Although many of the parents evaluated academic success by external standards, one-half of this group simultaneously emphasized internal standards. In other words, they also defined academic success as relative to the individual: enjoyment, setting and attaining personal goals, motivation, working toward one's potential, being curious and inquisitive, and trying one's best. By emphasizing both types of standards, parents convey to their children that outstanding performance is important to success, but personal satisfaction and trying one's best are also important, a balance that should help to alleviate feelings of pressure.
Further investigation by Ablard and Parker (1997) in Parents' Achievement Goals and Perfectionism in Their Academically Talented Children, examined specific achievement goals that parents have regarding achievement. Parents were asked to list goals they had for their child's achievement and the responses were classified as pertaining to a learning goal, a performance goal, both, or neither. A response was classified as a learning goal if parents predominantly focused on their child's understanding of material and improvement in performance. Twenty-eight percent of all parent pairs (i.e., both mother and father) had a learning goal. On the other hand, a response was classified as a performance goal if parents predominantly focused on their child's competence and attainment of socially set standards (e.g., high grades and test scores). Eleven percent of all parent pairs had a performance goal. (The remaining sixty-one percent of parent pairs consisted of one parent with a learning goal and the other parent with a performance goal, or at least one parent with neither type of goal.) Children for whom both parents had a performance goal were more likely than children for whom both parents had a learning goal to have a combination of high concern about mistakes, doubts about their actions, parental expectations, and parental criticism. Because of high parental standards and criticism, these children are likely to experience feelings of pressure. Given the low percentage of parent pairs with a performance goal for their children, the findings of this study help to refute the popular belief that the majority of parents of academically talented children push their children to excel.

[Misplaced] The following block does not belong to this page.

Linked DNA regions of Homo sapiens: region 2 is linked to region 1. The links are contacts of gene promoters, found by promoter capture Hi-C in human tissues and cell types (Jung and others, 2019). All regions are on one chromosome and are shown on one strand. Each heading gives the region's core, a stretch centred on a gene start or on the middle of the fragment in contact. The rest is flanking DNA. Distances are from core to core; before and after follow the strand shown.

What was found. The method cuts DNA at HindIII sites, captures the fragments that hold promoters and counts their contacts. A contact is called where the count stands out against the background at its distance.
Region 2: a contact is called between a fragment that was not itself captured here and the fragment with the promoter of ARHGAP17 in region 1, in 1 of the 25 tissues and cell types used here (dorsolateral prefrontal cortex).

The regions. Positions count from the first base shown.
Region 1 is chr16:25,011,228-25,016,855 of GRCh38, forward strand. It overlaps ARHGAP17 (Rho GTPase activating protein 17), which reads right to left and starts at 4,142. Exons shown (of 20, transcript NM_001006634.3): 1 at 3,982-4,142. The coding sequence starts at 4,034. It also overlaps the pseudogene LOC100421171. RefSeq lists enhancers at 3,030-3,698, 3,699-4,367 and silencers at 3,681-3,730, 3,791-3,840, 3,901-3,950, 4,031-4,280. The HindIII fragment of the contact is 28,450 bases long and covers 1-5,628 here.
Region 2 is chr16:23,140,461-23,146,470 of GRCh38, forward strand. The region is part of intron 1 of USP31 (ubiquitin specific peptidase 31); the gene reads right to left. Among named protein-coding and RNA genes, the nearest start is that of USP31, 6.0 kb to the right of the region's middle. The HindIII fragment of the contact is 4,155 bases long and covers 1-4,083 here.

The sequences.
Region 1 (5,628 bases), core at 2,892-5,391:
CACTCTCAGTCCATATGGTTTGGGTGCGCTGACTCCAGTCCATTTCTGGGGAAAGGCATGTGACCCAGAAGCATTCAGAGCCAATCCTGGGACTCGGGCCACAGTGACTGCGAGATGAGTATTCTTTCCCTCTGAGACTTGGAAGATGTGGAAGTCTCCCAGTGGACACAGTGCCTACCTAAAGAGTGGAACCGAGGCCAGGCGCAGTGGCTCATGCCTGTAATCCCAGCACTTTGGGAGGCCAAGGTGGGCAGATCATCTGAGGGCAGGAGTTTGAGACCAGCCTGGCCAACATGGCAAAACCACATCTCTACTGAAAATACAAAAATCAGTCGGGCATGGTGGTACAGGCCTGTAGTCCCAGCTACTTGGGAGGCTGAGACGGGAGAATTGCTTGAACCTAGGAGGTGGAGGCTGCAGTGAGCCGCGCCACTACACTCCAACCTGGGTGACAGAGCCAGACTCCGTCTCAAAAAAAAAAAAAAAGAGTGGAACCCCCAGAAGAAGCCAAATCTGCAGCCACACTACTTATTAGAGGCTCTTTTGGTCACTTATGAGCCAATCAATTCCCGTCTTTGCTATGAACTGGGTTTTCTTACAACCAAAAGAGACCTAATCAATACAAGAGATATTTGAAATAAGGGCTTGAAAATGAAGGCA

These studies contribute to our understanding of the role that parents might play in their children's academic achievement. In contrast to popular belief, most parents of academically talented students do not seem to play a detrimental role in their children's achievement by pressuring them to achieve. These parents, in general, do not focus exclusively on high academic performance such as grades and test scores. Even when they do, almost one-half of these parents also focus on understanding of material and personal improvement in performance. Such a balance, especially when accompanied with support and guidance, is unlikely to foster feelings of pressure.
Further research is needed to understand how parents' belief systems affect the specific ways in which they interact with their children, and ultimately how beliefs filter down to impact children's feelings and long-term achievement. Given that underachievement has been recognized as a risk that is especially pertinent to academically talented students, parents' conceptions of success and related achievement goals for their children should continue to be important for understanding the underachievement of our most promising youth.